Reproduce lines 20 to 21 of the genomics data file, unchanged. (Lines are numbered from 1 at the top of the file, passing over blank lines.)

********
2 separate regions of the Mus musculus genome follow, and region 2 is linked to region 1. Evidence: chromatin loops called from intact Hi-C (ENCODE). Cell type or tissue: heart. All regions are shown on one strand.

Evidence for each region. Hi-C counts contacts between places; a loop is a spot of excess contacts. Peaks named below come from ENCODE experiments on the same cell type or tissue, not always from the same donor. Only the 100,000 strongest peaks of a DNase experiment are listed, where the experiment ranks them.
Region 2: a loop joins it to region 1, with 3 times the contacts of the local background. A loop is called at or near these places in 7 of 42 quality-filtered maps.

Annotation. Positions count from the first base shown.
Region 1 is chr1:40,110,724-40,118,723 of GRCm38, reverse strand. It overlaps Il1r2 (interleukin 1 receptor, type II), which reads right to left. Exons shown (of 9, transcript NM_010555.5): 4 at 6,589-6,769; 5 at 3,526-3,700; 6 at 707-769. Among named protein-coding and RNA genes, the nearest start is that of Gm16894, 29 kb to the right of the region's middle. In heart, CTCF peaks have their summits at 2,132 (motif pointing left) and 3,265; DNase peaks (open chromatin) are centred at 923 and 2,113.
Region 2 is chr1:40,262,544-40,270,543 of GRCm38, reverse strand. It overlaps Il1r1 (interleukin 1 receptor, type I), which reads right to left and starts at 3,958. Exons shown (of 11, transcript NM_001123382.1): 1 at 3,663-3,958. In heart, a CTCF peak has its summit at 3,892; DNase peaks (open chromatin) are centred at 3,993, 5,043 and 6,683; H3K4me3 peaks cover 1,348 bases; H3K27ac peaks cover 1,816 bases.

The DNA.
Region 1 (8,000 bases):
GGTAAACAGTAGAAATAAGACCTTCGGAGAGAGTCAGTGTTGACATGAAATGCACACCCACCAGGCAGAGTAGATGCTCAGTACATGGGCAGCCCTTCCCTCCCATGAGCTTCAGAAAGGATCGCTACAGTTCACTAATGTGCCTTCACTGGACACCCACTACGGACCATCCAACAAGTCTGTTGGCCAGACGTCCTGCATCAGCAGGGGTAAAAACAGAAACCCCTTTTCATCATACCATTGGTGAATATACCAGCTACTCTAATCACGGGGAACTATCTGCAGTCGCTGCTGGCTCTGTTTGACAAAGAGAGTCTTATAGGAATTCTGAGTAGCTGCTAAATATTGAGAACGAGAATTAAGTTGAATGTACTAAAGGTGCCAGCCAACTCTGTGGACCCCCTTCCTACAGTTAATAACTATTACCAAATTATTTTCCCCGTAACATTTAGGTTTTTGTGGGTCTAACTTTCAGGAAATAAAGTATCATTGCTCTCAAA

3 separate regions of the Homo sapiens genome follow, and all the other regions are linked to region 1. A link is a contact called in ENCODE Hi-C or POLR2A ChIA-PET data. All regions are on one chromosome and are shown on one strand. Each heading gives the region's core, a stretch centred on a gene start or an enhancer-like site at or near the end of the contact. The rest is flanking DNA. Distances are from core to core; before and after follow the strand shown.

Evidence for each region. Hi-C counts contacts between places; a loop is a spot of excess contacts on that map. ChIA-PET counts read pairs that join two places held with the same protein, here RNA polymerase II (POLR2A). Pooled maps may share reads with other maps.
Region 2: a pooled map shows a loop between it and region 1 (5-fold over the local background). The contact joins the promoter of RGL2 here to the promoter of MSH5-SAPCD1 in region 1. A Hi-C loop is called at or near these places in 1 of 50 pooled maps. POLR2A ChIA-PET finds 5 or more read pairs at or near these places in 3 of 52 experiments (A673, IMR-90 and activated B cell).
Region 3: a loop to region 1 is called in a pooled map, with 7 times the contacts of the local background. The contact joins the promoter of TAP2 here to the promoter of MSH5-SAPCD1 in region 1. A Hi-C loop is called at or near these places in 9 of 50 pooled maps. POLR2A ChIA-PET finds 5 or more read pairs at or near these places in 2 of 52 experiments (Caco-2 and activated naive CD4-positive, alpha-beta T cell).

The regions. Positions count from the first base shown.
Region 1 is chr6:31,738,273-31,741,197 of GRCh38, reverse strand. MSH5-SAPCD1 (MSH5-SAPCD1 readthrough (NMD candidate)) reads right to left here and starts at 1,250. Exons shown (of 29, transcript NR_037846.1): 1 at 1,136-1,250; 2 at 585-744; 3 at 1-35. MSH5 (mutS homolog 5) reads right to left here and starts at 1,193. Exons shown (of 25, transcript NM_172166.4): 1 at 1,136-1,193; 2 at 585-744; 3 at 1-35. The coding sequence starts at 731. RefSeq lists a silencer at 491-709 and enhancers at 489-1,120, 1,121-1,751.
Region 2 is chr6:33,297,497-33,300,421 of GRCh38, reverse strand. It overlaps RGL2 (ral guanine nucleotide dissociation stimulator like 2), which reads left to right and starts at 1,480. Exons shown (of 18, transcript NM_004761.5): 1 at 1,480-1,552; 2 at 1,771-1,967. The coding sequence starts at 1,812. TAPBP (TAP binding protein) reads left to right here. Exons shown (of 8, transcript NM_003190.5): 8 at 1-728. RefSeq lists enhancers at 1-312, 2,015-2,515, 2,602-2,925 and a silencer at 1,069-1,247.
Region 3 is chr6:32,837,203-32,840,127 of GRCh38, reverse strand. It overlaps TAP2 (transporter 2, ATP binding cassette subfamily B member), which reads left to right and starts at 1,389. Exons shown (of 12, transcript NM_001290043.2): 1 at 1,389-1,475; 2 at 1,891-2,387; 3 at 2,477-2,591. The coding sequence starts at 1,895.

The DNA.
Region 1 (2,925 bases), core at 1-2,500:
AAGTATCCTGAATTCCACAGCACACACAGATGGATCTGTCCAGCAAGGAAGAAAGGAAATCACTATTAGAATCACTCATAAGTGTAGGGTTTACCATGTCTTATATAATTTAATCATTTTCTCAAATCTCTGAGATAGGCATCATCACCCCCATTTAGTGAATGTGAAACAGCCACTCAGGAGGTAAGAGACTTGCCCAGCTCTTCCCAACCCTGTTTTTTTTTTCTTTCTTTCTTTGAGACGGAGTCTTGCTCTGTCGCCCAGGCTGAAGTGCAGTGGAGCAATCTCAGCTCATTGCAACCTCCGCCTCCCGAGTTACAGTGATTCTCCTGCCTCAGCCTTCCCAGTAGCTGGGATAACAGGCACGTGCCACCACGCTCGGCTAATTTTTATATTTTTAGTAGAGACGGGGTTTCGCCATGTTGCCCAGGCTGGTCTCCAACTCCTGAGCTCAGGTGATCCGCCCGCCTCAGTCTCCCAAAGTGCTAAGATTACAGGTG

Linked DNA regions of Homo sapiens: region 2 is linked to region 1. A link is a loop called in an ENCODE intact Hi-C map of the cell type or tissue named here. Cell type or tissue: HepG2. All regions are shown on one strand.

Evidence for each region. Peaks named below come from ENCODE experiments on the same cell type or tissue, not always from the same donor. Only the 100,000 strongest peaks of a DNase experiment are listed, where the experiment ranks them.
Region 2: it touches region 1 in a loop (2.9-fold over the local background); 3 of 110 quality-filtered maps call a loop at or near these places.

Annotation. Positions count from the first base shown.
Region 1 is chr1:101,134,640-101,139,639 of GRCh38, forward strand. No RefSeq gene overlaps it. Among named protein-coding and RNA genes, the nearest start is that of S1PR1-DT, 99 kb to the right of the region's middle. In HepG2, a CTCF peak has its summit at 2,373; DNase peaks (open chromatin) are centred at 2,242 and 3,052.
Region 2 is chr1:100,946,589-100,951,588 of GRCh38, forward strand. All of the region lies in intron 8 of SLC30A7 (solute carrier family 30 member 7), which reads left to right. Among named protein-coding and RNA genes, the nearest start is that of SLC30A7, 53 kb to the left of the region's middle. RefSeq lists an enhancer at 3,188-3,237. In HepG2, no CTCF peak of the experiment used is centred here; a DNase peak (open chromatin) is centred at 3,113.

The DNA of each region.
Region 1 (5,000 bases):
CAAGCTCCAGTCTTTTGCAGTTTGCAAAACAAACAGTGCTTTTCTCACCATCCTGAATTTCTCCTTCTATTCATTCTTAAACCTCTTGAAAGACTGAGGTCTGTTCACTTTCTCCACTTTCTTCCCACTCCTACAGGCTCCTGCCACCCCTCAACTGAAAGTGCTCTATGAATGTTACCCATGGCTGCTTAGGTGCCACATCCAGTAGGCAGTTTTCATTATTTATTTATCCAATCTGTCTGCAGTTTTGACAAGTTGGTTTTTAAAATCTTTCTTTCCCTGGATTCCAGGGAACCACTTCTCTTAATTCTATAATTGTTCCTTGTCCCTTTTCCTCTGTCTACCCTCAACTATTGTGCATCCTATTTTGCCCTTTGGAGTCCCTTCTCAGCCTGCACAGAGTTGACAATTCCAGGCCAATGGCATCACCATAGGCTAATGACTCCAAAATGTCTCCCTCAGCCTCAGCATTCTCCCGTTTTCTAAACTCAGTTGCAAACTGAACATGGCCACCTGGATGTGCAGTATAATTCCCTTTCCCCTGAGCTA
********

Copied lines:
AAGTATCCTGAATTCCACAGCACACACAGATGGATCTGTCCAGCAAGGAAGAAAGGAAATCACTATTAGAATCACTCATAAGTGTAGGGTTTACCATGTCTTATATAATTTAATCATTTTCTCAAATCTCTGAGATAGGCATCATCACCCCCATTTAGTGAATGTGAAACAGCCACTCAGGAGGTAAGAGACTTGCCCAGCTCTTCCCAACCCTGTTTTTTTTTTCTTTCTTTCTTTGAGACGGAGTCTTGCTCTGTCGCCCAGGCTGAAGTGCAGTGGAGCAATCTCAGCTCATTGCAACCTCCGCCTCCCGAGTTACAGTGATTCTCCTGCCTCAGCCTTCCCAGTAGCTGGGATAACAGGCACGTGCCACCACGCTCGGCTAATTTTTATATTTTTAGTAGAGACGGGGTTTCGCCATGTTGCCCAGGCTGGTCTCCAACTCCTGAGCTCAGGTGATCCGCCCGCCTCAGTCTCCCAAAGTGCTAAGATTACAGGTG

Linked DNA regions of Homo sapiens: region 2 is linked to region 1. A link is a loop called in an ENCODE intact Hi-C map of the cell type or tissue named here. Cell type or tissue: HepG2. All regions are shown on one strand.